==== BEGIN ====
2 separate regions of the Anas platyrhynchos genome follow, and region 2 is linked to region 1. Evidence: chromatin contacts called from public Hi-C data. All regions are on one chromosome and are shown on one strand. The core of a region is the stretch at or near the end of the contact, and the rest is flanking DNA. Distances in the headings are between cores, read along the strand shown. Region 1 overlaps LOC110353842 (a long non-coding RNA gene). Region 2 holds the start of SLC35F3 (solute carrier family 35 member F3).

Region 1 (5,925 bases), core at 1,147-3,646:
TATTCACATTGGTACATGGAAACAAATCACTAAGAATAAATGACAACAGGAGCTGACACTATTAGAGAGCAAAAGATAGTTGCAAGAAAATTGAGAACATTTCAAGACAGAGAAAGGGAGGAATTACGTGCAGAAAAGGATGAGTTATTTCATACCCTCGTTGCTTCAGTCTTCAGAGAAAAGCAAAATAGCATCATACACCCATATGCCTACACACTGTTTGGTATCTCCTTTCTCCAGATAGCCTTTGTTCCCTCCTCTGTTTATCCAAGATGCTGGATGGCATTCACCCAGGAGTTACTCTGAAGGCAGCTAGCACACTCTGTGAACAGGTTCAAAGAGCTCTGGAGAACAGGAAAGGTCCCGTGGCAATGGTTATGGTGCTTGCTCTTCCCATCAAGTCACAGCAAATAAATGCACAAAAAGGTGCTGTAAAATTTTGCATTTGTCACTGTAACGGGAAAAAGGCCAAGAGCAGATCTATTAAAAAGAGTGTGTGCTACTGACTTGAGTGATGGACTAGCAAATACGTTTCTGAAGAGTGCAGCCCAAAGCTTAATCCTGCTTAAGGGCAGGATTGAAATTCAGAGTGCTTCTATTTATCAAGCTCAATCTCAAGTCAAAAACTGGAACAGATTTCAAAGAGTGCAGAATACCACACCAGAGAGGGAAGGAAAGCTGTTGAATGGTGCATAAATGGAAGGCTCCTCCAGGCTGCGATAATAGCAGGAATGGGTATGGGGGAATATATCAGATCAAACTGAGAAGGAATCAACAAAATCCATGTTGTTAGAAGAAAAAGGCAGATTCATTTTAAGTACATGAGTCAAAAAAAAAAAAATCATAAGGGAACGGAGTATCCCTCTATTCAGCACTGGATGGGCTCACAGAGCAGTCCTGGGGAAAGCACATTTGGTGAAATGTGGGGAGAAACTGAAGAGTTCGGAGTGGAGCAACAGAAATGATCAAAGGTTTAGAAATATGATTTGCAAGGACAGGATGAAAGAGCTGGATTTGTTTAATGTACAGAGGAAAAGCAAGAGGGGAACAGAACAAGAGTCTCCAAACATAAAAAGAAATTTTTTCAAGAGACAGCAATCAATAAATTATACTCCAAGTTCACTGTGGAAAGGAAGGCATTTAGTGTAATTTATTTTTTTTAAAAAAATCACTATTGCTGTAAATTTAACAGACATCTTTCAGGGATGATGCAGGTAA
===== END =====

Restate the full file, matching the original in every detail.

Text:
2 separate regions of the Anas platyrhynchos genome follow, and region 2 is linked to region 1. Evidence: chromatin contacts called from public Hi-C data. All regions are on one chromosome and are shown on one strand. The core of a region is the stretch at or near the end of the contact, and the rest is flanking DNA. Distances in the headings are between cores, read along the strand shown. Region 1 overlaps LOC110353842 (a long non-coding RNA gene). Region 2 holds the start of SLC35F3 (solute carrier family 35 member F3).

Region 1 (5,925 bases), core at 1,147-3,646:
TATTCACATTGGTACATGGAAACAAATCACTAAGAATAAATGACAACAGGAGCTGACACTATTAGAGAGCAAAAGATAGTTGCAAGAAAATTGAGAACATTTCAAGACAGAGAAAGGGAGGAATTACGTGCAGAAAAGGATGAGTTATTTCATACCCTCGTTGCTTCAGTCTTCAGAGAAAAGCAAAATAGCATCATACACCCATATGCCTACACACTGTTTGGTATCTCCTTTCTCCAGATAGCCTTTGTTCCCTCCTCTGTTTATCCAAGATGCTGGATGGCATTCACCCAGGAGTTACTCTGAAGGCAGCTAGCACACTCTGTGAACAGGTTCAAAGAGCTCTGGAGAACAGGAAAGGTCCCGTGGCAATGGTTATGGTGCTTGCTCTTCCCATCAAGTCACAGCAAATAAATGCACAAAAAGGTGCTGTAAAATTTTGCATTTGTCACTGTAACGGGAAAAAGGCCAAGAGCAGATCTATTAAAAAGAGTGTGTGCTACTGACTTGAGTGATGGACTAGCAAATACGTTTCTGAAGAGTGCAGCCCAAAGCTTAATCCTGCTTAAGGGCAGGATTGAAATTCAGAGTGCTTCTATTTATCAAGCTCAATCTCAAGTCAAAAACTGGAACAGATTTCAAAGAGTGCAGAATACCACACCAGAGAGGGAAGGAAAGCTGTTGAATGGTGCATAAATGGAAGGCTCCTCCAGGCTGCGATAATAGCAGGAATGGGTATGGGGGAATATATCAGATCAAACTGAGAAGGAATCAACAAAATCCATGTTGTTAGAAGAAAAAGGCAGATTCATTTTAAGTACATGAGTCAAAAAAAAAAAAATCATAAGGGAACGGAGTATCCCTCTATTCAGCACTGGATGGGCTCACAGAGCAGTCCTGGGGAAAGCACATTTGGTGAAATGTGGGGAGAAACTGAAGAGTTCGGAGTGGAGCAACAGAAATGATCAAAGGTTTAGAAATATGATTTGCAAGGACAGGATGAAAGAGCTGGATTTGTTTAATGTACAGAGGAAAAGCAAGAGGGGAACAGAACAAGAGTCTCCAAACATAAAAAGAAATTTTTTCAAGAGACAGCAATCAATAAATTATACTCCAAGTTCACTGTGGAAAGGAAGGCATTTAGTGTAATTTATTTTTTTTAAAAAAATCACTATTGCTGTAAATTTAACAGACATCTTTCAGGGATGATGCAGGTAA